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Larry Mantle has been the host of AirTalk on KPCC since April 1st, 1985. It is now the longest continuously running daily talk program in the Los Angeles radio market. Mantle also hosts the movie review and interview program FilmWeek on AirTalk, heard every Friday at 11 a.m. on KPCC and Saturday at noon.
A fourth-generation Angeleno, Larry has interviewed thousands of prominent guests on an extraordinary array of topics, and received many journalistic awards in the process. Larry grew up in southwest Los Angeles, Inglewood, and Hollywood. He's a graduate of Hollywood High School and Vanguard University of Southern California. Larry and his wife Kristen are the parents of Desmond.
Stories by Larry Mantle
That was the question I asked AirTalk listeners Monday morning after U. S. jets attacked Libyan military facilities starting over the weekend. I have to admit I was taken by surprise over the action, as I was enjoying a few days of spring training baseball in Arizona.
The NPR veteran and her journalist husband Steve have written Our Haggadah: Uniting Traditions for Interfaith Families. The book is largely taken from what Cokie created in 1970 to guide the Roberts’ inclusive Seder.
There’s no getting around that most of us move through our days without giving much thought to what a large magnitude quake would do to Southern California. The scale of such an event, and resulting destruction, is too unpleasant to ponder, unless you’re paid to do it.
There’s no other way to put it, given the tremendous financial support we’re seeing during this spring member drive. It’s hard to express how gratifying it is to watch this level of response to our requests for listener membership.
Often on AirTalk we begin one or more of the program’s hours with a breaking news story. Usually it’s not something completely out of the blue, but a major development in an ongoing story.
It was looking shaky this morning for making our $5,000 challenge from a Southern California Public Radio board member. We were a long way from the threshold for fulfillment, and it looked like we might miss out for the second time in one morning.
I expected the biggest debate fireworks in the Northeast Los Angeles race between incumbent Jose Huizar and challenger Rudy Martinez. A couple weeks ago the two joined me on AirTalk, and it was clear there was no love lost between the men.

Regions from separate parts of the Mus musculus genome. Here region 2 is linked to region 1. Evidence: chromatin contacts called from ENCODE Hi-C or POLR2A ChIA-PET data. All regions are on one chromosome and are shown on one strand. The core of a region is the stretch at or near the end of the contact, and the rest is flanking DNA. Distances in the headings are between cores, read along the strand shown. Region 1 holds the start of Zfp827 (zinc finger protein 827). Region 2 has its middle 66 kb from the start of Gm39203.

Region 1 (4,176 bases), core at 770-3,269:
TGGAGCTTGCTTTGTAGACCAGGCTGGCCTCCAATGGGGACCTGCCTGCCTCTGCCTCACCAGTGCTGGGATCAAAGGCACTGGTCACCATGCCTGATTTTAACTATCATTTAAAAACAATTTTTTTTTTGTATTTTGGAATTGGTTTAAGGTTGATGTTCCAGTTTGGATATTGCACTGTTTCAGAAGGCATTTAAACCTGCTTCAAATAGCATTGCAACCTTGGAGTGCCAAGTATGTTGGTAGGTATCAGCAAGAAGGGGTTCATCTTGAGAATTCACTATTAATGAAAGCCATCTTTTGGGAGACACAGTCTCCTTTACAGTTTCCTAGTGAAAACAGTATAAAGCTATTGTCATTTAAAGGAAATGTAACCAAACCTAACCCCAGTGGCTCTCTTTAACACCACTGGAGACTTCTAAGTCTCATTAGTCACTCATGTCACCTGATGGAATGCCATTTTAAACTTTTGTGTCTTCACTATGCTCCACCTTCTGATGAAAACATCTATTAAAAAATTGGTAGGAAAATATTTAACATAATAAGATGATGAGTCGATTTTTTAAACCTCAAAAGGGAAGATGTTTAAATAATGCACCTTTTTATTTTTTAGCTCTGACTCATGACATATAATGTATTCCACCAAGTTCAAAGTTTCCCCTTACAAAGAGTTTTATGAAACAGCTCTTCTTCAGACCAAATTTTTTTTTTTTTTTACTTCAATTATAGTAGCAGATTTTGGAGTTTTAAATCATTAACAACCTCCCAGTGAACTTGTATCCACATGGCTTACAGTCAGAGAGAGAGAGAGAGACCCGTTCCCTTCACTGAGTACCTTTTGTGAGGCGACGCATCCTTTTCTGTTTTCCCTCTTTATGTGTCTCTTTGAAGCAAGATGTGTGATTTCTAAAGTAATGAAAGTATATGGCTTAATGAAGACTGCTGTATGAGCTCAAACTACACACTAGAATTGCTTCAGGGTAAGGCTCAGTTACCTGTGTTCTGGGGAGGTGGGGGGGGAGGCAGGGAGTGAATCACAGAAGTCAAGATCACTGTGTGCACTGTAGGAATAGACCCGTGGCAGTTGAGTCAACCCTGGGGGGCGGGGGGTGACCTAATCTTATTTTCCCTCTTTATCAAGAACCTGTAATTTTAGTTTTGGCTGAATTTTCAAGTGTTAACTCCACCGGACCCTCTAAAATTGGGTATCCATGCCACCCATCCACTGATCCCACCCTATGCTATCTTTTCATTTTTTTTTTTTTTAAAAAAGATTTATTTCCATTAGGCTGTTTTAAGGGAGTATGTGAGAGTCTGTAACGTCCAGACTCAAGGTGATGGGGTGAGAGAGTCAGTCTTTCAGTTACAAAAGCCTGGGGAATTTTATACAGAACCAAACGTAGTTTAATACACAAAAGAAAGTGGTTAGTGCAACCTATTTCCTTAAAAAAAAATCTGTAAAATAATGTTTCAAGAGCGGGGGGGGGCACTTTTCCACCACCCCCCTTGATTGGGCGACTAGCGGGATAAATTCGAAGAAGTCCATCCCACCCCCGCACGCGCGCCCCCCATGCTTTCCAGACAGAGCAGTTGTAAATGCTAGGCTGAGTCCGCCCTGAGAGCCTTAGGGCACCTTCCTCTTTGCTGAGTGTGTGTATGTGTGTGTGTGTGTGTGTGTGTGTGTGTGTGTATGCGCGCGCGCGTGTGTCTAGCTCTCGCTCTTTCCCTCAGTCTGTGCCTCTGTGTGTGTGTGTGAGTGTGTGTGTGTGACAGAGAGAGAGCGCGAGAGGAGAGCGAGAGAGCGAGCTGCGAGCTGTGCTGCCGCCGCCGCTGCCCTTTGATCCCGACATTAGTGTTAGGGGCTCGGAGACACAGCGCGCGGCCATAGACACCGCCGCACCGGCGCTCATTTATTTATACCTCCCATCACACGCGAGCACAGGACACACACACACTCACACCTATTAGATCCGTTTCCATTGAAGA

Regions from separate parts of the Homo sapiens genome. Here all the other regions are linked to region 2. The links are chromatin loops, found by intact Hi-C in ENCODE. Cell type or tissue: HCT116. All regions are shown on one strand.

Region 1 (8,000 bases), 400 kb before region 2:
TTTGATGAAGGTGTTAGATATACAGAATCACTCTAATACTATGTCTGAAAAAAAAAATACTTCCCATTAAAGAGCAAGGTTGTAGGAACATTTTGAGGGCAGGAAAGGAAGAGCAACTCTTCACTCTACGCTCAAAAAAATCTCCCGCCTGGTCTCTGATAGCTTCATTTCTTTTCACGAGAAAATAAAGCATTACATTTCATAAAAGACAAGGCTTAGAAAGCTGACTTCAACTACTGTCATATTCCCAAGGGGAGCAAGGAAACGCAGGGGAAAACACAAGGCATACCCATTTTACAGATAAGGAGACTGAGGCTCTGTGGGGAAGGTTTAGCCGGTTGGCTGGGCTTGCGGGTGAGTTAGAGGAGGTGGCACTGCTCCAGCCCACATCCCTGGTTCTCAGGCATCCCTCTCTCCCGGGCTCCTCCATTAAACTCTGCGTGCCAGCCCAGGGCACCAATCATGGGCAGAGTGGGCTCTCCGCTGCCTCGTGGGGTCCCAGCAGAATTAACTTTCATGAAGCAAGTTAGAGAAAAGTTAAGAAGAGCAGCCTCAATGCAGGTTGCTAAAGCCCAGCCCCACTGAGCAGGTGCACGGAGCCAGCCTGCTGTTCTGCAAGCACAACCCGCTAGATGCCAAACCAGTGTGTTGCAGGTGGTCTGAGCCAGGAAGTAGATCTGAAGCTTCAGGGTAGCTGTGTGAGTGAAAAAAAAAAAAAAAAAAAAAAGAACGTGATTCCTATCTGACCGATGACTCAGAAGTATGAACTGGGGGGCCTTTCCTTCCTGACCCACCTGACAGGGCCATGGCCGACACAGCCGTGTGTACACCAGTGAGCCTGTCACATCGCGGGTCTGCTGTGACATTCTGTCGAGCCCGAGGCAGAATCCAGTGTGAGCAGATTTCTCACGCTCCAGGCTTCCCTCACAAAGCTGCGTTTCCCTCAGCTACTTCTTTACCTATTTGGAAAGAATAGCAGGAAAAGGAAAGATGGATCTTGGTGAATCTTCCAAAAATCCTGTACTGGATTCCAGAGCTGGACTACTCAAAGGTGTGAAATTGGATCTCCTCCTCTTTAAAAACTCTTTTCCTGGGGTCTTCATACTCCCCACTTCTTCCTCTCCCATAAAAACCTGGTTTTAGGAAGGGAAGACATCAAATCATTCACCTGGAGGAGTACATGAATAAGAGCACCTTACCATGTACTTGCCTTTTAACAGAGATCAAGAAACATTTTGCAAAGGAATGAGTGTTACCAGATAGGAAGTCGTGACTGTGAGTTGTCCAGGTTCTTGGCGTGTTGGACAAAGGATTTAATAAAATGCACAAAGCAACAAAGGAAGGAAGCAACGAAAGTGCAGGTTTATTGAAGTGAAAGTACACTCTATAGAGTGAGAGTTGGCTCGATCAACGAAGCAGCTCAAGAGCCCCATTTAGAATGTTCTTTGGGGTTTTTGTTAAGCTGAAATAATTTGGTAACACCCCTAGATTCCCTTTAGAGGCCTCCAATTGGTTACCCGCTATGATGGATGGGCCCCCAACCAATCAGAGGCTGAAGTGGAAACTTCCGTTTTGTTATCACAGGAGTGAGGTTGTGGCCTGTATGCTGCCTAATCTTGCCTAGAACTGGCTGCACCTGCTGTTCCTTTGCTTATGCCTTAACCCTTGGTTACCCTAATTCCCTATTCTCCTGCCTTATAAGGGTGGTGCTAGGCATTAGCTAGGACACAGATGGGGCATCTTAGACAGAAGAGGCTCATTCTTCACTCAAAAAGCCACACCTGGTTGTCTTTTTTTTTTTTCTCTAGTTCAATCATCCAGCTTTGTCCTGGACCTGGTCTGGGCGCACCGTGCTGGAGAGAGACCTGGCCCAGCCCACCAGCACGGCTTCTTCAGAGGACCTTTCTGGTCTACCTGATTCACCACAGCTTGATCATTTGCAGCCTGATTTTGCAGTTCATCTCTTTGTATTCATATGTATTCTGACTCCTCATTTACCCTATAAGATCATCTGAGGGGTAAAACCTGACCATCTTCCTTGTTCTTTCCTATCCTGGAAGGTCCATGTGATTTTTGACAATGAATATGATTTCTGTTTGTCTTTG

Tuesday morning on AirTalk, we talked about the new Los Angeles city bike plan that includes major investments in making the town more bike-friendly. However, we once again received calls and online messages from listeners angry about the riding practices of some cyclists.
Is there any way to put an end to Academy Award nominees going on and on thanking lists of people who’ve helped them get where they are today? That stands out to me as the biggest problem with the Oscar telecast.
That was clear from our conversation on AirTalk about the blog postings of suburban Philadelphia high school teacher Natalie Munroe. Students of Munroe found her blog aimed at family and friends, in which she blasted the kids.
That was a big part of my conversation Wednesday morning with the co-author of Spousonomics: Using Economics to Master Love, Marriage, and Dirty Dishes. Paula Szuchman explained how economic principles could effectively be used to manage household disagreements – including over the frequency of sex.
Though I was only ten-years-old at the time, I still remember watching portions of the televised coroner’s inquest into the death of Los Angeles Times columnist Ruben Salazar.
City Attorney Carmen Trutanich joined us on AirTalk Monday morning to explain his office’s new policy about prosecuting protestors who block traffic without a permit and who refuse an order to move to the sidewalk.
That was the sentiment of our audience for an AirTalk forum devoted to homeschooling. Our Crawford Family Forum hosted a hundred homeschooled kids and their parents for a program that will air Thursday morning at 11.
I’m a big fan of professional sports, including the NFL, but I’m still amazed at how the Super Bowl has become one of the few mega cultural events of the year. According to a major poll released this week, 78% of us say we’ll watch the game.